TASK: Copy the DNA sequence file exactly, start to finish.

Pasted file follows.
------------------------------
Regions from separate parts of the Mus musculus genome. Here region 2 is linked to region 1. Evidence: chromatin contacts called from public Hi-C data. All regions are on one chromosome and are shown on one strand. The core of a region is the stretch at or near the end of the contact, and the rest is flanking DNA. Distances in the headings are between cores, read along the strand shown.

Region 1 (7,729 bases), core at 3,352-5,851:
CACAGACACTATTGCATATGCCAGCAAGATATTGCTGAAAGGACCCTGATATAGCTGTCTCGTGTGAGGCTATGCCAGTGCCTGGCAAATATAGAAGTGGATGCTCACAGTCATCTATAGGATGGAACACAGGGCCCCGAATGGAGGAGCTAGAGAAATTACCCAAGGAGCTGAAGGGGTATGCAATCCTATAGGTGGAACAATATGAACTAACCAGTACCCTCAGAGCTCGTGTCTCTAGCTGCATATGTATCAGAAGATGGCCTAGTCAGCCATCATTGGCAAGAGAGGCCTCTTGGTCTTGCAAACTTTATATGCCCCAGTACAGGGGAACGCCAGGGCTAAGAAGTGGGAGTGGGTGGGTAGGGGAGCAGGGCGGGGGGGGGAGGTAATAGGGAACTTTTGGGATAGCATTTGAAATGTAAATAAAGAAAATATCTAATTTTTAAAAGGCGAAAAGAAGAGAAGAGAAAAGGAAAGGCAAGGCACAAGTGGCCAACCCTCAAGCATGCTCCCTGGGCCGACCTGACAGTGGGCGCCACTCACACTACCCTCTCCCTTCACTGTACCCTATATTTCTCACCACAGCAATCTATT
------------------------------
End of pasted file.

Regions from separate parts of the Mus musculus genome. Here region 2 is linked to region 1. Evidence: chromatin contacts called from public Hi-C data. All regions are on one chromosome and are shown on one strand. The core of a region is the stretch at or near the end of the contact, and the rest is flanking DNA. Distances in the headings are between cores, read along the strand shown.

Region 1 (7,729 bases), core at 3,352-5,851:
CACAGACACTATTGCATATGCCAGCAAGATATTGCTGAAAGGACCCTGATATAGCTGTCTCGTGTGAGGCTATGCCAGTGCCTGGCAAATATAGAAGTGGATGCTCACAGTCATCTATAGGATGGAACACAGGGCCCCGAATGGAGGAGCTAGAGAAATTACCCAAGGAGCTGAAGGGGTATGCAATCCTATAGGTGGAACAATATGAACTAACCAGTACCCTCAGAGCTCGTGTCTCTAGCTGCATATGTATCAGAAGATGGCCTAGTCAGCCATCATTGGCAAGAGAGGCCTCTTGGTCTTGCAAACTTTATATGCCCCAGTACAGGGGAACGCCAGGGCTAAGAAGTGGGAGTGGGTGGGTAGGGGAGCAGGGCGGGGGGGGGAGGTAATAGGGAACTTTTGGGATAGCATTTGAAATGTAAATAAAGAAAATATCTAATTTTTAAAAGGCGAAAAGAAGAGAAGAGAAAAGGAAAGGCAAGGCACAAGTGGCCAACCCTCAAGCATGCTCCCTGGGCCGACCTGACAGTGGGCGCCACTCACACTACCCTCTCCCTTCACTGTACCCTATATTTCTCACCACAGCAATCTATT